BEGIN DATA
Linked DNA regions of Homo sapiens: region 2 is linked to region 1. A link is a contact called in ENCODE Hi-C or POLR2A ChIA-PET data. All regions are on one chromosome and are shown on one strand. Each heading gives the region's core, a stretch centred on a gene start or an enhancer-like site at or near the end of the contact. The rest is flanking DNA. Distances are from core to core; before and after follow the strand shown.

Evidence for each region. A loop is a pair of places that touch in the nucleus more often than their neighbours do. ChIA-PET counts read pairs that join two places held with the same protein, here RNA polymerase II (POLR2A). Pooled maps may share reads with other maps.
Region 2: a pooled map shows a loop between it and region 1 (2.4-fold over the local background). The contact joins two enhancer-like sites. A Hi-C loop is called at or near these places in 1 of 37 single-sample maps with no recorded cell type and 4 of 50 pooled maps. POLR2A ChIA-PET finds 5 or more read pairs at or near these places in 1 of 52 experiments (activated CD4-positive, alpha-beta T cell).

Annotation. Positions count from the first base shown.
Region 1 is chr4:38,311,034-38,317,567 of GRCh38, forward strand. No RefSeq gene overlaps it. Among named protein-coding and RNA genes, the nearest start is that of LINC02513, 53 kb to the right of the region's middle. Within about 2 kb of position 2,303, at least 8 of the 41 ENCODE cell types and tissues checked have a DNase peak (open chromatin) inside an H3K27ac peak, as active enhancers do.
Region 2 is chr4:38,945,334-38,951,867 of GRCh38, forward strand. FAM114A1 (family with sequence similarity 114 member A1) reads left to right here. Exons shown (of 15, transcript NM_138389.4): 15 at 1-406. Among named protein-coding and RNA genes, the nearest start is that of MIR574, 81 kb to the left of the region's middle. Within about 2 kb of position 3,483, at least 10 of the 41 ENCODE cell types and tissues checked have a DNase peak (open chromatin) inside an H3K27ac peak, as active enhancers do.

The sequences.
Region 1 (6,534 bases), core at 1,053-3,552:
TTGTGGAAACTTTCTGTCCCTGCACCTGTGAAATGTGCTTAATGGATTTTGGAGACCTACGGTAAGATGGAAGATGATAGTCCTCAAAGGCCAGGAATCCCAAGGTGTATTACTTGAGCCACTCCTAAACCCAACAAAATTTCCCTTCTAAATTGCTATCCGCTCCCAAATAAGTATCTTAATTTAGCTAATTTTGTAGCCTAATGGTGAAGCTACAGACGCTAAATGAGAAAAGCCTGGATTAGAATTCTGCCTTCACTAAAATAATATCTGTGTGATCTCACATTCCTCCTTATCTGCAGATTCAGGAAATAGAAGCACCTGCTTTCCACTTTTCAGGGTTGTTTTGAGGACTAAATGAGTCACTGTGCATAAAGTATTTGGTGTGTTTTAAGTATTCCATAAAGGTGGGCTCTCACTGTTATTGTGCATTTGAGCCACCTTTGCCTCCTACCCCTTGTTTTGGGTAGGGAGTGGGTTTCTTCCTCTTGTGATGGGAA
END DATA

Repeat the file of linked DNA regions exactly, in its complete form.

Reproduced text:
Linked DNA regions of Homo sapiens: region 2 is linked to region 1. A link is a contact called in ENCODE Hi-C or POLR2A ChIA-PET data. All regions are on one chromosome and are shown on one strand. Each heading gives the region's core, a stretch centred on a gene start or an enhancer-like site at or near the end of the contact. The rest is flanking DNA. Distances are from core to core; before and after follow the strand shown.

Evidence for each region. A loop is a pair of places that touch in the nucleus more often than their neighbours do. ChIA-PET counts read pairs that join two places held with the same protein, here RNA polymerase II (POLR2A). Pooled maps may share reads with other maps.
Region 2: a pooled map shows a loop between it and region 1 (2.4-fold over the local background). The contact joins two enhancer-like sites. A Hi-C loop is called at or near these places in 1 of 37 single-sample maps with no recorded cell type and 4 of 50 pooled maps. POLR2A ChIA-PET finds 5 or more read pairs at or near these places in 1 of 52 experiments (activated CD4-positive, alpha-beta T cell).

Annotation. Positions count from the first base shown.
Region 1 is chr4:38,311,034-38,317,567 of GRCh38, forward strand. No RefSeq gene overlaps it. Among named protein-coding and RNA genes, the nearest start is that of LINC02513, 53 kb to the right of the region's middle. Within about 2 kb of position 2,303, at least 8 of the 41 ENCODE cell types and tissues checked have a DNase peak (open chromatin) inside an H3K27ac peak, as active enhancers do.
Region 2 is chr4:38,945,334-38,951,867 of GRCh38, forward strand. FAM114A1 (family with sequence similarity 114 member A1) reads left to right here. Exons shown (of 15, transcript NM_138389.4): 15 at 1-406. Among named protein-coding and RNA genes, the nearest start is that of MIR574, 81 kb to the left of the region's middle. Within about 2 kb of position 3,483, at least 10 of the 41 ENCODE cell types and tissues checked have a DNase peak (open chromatin) inside an H3K27ac peak, as active enhancers do.

The sequences.
Region 1 (6,534 bases), core at 1,053-3,552:
TTGTGGAAACTTTCTGTCCCTGCACCTGTGAAATGTGCTTAATGGATTTTGGAGACCTACGGTAAGATGGAAGATGATAGTCCTCAAAGGCCAGGAATCCCAAGGTGTATTACTTGAGCCACTCCTAAACCCAACAAAATTTCCCTTCTAAATTGCTATCCGCTCCCAAATAAGTATCTTAATTTAGCTAATTTTGTAGCCTAATGGTGAAGCTACAGACGCTAAATGAGAAAAGCCTGGATTAGAATTCTGCCTTCACTAAAATAATATCTGTGTGATCTCACATTCCTCCTTATCTGCAGATTCAGGAAATAGAAGCACCTGCTTTCCACTTTTCAGGGTTGTTTTGAGGACTAAATGAGTCACTGTGCATAAAGTATTTGGTGTGTTTTAAGTATTCCATAAAGGTGGGCTCTCACTGTTATTGTGCATTTGAGCCACCTTTGCCTCCTACCCCTTGTTTTGGGTAGGGAGTGGGTTTCTTCCTCTTGTGATGGGAA